August 27, 2021, | AtoZ Markets –In Jackson Hole, Wyoming, Federal Reserve Chairman Jerome Powell spoke about the future of U.S. monetary policy. Read in this article how this affects your trading.
The path of recovery has been a difficult one. Strong policy support has fueled a vigorous but uneven recovery—one that is, in many respects, historically anomalous” said Powell.
“In a reversal of typical patterns in a downturn, aggregate personal income rose rather than fell, and households massively shifted their spending from services to manufactured goods,” the Fed Chairman notes.
Also, Powell said: “Labor market conditions are improving but turbulent, and the pandemic continues to threaten not only health and life but also economic activity. Many other advanced economies are experiencing similarly unusual conditions”.
The Path Ahead: Inflation
The rapid reopening of the economy has led to a sharp rise in inflation in the United States. For the 12 months through July, headline and core measures of personal consumption expenditures inflation came in at 4.2% and 3.6%, respectively. These figures are well above the Fed’s 2% long-term target.
Fed’s chief said that inflations concern is tempered by some factors. That suggests that these elevated readings are likely to prove temporary. “This assessment is a critical and ongoing one, and we are carefully monitoring incoming data”.
Meanwhile, the dynamics of inflation are complex, and Fed assess the inflation outlook from several different perspectives:
1. The absence so far of broad-based inflation pressures
2. Moderating inflation in higher-inflation items
4. Longer-term inflation expectations
5-The prevalence of global disinflationary forces over the past quarter-century
What Changes Will There Be in U.S. Monetary Policy?
The main influence of monetary policy on inflation can come after a lag of a year or more. If a central bank tightens policy in response to factors that turn out to be temporary. The main policy effects are likely to arrive after the need has passed. The ill-timed policy move unnecessarily slows hiring and other economic activity and pushes inflation lower than desired.
That the “substantial further progress” test has been met for inflation, said Powell. There have also been clear progress toward maximum employment.
“At the FOMC’s recent July meeting, I was of the view, as were most participants, that if the economy evolved broadly as anticipated, it could be appropriate to start reducing the pace of asset purchases this year. The intervening month has brought more progress in the form of a strong employment report for July, but also the further spread of the Delta variant” mentioned Powell.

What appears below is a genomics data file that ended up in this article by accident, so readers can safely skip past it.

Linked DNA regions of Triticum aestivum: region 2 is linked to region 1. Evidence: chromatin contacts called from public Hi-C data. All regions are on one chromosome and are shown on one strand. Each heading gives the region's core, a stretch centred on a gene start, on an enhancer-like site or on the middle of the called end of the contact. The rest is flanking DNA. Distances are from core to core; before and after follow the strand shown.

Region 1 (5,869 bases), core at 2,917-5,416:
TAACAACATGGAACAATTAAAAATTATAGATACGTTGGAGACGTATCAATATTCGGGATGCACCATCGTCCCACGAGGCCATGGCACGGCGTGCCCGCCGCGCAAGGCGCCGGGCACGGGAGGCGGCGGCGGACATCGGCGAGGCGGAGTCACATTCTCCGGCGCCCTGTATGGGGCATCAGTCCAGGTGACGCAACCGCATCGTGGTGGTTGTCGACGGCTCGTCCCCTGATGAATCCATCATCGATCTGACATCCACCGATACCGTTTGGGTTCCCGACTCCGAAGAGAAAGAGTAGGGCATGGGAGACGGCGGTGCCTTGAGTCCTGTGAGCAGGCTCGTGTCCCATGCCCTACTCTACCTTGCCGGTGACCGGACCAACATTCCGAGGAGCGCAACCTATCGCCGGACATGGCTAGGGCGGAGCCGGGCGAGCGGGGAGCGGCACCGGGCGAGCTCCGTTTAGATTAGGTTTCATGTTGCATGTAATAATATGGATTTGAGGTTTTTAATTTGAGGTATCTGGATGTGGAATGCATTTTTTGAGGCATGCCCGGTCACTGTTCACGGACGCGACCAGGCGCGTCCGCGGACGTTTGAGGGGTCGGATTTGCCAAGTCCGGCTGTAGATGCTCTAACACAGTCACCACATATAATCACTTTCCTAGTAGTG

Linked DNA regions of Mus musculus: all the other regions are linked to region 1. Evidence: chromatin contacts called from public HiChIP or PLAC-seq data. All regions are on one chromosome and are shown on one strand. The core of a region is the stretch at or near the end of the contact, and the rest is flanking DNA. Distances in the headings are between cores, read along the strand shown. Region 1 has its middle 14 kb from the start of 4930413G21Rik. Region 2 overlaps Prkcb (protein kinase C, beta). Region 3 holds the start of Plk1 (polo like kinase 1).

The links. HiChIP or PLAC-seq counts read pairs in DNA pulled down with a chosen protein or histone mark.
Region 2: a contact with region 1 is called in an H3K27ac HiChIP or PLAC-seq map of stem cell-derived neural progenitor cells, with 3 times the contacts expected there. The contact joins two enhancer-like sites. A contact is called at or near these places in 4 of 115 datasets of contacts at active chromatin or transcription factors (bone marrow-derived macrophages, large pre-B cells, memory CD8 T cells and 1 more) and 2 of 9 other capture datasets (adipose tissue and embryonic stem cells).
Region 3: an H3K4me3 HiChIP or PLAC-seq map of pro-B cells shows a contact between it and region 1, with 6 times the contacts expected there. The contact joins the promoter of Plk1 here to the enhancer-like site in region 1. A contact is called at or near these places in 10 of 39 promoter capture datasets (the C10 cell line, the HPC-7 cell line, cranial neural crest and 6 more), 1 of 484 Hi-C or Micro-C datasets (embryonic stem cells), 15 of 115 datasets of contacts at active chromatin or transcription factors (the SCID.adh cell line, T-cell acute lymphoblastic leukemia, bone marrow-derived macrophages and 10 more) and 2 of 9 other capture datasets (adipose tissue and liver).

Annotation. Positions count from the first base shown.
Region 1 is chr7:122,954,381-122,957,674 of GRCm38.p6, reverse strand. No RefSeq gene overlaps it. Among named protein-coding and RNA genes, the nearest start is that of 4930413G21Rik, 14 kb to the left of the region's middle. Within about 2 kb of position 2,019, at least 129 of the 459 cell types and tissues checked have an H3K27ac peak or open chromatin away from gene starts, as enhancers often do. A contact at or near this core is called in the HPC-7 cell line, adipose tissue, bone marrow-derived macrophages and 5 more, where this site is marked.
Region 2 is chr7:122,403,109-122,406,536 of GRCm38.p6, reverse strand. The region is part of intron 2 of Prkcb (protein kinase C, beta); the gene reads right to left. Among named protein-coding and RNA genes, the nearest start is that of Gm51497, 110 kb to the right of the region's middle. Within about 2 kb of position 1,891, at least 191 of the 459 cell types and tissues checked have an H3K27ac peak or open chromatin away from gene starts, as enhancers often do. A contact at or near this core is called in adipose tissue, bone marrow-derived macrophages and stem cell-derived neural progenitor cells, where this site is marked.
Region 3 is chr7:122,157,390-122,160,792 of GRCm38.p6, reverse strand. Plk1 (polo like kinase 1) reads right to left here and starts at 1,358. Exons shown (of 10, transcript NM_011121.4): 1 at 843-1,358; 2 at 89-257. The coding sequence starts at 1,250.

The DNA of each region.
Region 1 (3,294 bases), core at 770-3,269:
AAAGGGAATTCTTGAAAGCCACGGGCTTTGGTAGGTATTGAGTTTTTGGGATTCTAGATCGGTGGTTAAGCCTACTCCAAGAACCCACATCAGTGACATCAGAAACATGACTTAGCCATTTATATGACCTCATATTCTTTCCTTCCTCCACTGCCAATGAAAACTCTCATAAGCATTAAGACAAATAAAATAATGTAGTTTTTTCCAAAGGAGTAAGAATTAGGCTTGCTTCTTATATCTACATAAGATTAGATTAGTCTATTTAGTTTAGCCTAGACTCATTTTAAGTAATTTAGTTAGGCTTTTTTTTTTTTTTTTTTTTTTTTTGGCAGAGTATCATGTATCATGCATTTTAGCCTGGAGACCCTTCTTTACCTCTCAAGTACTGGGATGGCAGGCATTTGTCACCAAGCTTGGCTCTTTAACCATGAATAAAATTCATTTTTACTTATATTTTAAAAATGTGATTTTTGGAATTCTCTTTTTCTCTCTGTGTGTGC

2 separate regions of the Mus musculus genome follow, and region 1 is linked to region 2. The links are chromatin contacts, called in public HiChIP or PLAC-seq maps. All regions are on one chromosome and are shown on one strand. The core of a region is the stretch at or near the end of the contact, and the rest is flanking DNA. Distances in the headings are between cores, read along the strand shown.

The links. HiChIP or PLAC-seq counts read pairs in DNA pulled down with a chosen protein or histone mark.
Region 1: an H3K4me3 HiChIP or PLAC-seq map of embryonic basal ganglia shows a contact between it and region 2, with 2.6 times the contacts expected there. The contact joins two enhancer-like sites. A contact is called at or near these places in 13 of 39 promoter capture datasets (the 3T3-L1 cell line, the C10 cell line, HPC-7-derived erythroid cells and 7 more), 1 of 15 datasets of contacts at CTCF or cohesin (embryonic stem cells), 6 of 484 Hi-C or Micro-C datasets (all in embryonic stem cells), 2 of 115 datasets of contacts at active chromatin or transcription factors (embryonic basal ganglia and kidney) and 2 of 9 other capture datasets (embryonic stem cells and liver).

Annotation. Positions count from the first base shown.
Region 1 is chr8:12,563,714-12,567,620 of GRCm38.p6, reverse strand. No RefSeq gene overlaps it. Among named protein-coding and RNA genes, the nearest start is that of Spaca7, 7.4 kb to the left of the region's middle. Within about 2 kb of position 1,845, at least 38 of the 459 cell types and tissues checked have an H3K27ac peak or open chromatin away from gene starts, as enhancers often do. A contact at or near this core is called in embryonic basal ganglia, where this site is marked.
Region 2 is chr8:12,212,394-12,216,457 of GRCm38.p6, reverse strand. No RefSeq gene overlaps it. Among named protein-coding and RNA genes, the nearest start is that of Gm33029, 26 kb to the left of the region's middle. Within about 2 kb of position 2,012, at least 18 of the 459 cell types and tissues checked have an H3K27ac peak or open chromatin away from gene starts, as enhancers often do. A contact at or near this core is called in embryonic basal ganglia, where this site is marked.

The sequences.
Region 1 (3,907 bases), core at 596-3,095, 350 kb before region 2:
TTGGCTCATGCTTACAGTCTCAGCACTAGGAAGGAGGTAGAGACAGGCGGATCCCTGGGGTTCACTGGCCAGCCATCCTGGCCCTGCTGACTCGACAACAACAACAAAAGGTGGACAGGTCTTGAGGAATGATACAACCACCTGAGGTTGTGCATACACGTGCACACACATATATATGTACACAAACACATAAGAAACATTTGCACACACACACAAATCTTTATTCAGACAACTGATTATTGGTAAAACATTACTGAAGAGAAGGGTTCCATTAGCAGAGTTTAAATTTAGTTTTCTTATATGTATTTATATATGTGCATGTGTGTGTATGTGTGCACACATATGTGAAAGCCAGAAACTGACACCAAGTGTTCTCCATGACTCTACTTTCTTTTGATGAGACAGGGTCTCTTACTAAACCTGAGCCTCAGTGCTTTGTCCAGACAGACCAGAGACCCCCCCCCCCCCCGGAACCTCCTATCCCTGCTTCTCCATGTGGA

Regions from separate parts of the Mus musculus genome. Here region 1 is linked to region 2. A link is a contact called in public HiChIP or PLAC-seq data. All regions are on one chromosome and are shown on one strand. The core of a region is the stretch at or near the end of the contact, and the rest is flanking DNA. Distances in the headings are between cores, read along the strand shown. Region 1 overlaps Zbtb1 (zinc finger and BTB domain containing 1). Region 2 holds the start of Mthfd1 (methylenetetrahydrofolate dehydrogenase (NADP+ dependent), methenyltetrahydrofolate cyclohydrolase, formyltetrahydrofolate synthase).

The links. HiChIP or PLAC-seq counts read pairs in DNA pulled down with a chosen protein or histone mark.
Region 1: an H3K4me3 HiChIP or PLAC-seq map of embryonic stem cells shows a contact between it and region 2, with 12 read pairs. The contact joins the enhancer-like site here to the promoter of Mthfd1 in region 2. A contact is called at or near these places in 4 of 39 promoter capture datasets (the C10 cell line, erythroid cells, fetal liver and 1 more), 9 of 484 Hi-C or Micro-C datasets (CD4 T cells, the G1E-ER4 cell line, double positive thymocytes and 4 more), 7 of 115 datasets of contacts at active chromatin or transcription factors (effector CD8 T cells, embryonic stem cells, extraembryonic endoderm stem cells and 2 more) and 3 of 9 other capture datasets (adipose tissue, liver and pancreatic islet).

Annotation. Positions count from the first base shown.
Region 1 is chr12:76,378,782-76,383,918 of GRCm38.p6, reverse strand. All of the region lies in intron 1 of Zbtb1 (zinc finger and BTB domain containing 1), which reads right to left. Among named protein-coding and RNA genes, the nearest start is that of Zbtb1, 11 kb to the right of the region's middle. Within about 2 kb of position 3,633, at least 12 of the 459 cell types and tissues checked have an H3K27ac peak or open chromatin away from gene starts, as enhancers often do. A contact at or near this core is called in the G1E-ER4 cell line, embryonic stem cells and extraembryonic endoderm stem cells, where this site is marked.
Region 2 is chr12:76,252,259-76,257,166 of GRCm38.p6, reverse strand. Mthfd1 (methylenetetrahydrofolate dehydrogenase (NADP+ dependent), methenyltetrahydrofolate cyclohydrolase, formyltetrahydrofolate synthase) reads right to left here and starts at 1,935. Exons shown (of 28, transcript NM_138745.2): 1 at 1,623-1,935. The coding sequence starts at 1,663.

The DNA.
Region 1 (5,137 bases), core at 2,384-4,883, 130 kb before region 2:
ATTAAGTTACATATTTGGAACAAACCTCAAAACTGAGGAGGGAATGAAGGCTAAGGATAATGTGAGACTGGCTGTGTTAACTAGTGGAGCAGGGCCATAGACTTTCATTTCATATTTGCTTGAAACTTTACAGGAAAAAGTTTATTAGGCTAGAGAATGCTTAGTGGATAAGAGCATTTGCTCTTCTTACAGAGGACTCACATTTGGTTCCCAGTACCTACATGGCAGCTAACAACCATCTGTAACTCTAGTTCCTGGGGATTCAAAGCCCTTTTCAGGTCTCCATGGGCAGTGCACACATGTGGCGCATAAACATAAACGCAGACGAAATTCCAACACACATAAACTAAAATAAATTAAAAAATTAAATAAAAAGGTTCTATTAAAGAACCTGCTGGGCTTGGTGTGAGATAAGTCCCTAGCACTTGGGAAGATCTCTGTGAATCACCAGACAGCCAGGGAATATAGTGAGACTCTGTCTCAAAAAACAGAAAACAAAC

“The timing and pace of the coming reduction in asset purchases will not be intended to carry a direct signal regarding the timing of interest rate liftoff, for which we have articulated a different and substantially more stringent test”.
“We will be carefully assessing incoming data and the evolving risks. Even after our asset purchases end, our elevated holdings of longer-term securities will continue to support accommodative financial conditions”.
In conclusion, Jerome Powell has made it clear that the reduction in asset purchases (Tapering) will have changes before the end of the year.
However, it is also clear that the Fed’s rate hike still has a long way to go to become a reality.
We need to watch for this change to be made before the end of the U.S. fiscal year on September 30. Meanwhile, if the change is made towards the end of the normal year in December. Based on statements from other Fed officials, a tapering announcement could come as soon as the Fed’s Sept. 21-22 meeting.
Market Reaction and What Will Happen to the Dollar?
- Financial markets reacted positively to Powell’s comments.
- Major U.S. stock indexes reached new all-time highs.
- Meanwhile, government bond yields fell.
- Also, the dollar index underwent slight changes after the news.
What’s Going to Happen with the Dollar?
Although it is important news today, investors remain more attentive to what happens with the delta variant and global economic recovery.
The Fed stops buying bonds this year affects the emerging markets and currencies.
Although, emerging market bonds are theoretically the most exposed to the US monetary policy inflection point, European debt is also reacting, with slight changes in sovereign bond interest rates.
The important thing today is that the Fed has been clear that monetary policy remains under the same current accommodative guidelines. And that interest rates still won’t go up anytime soon. So the dollar will appreciate but not wildly if the recovery continues well in the US.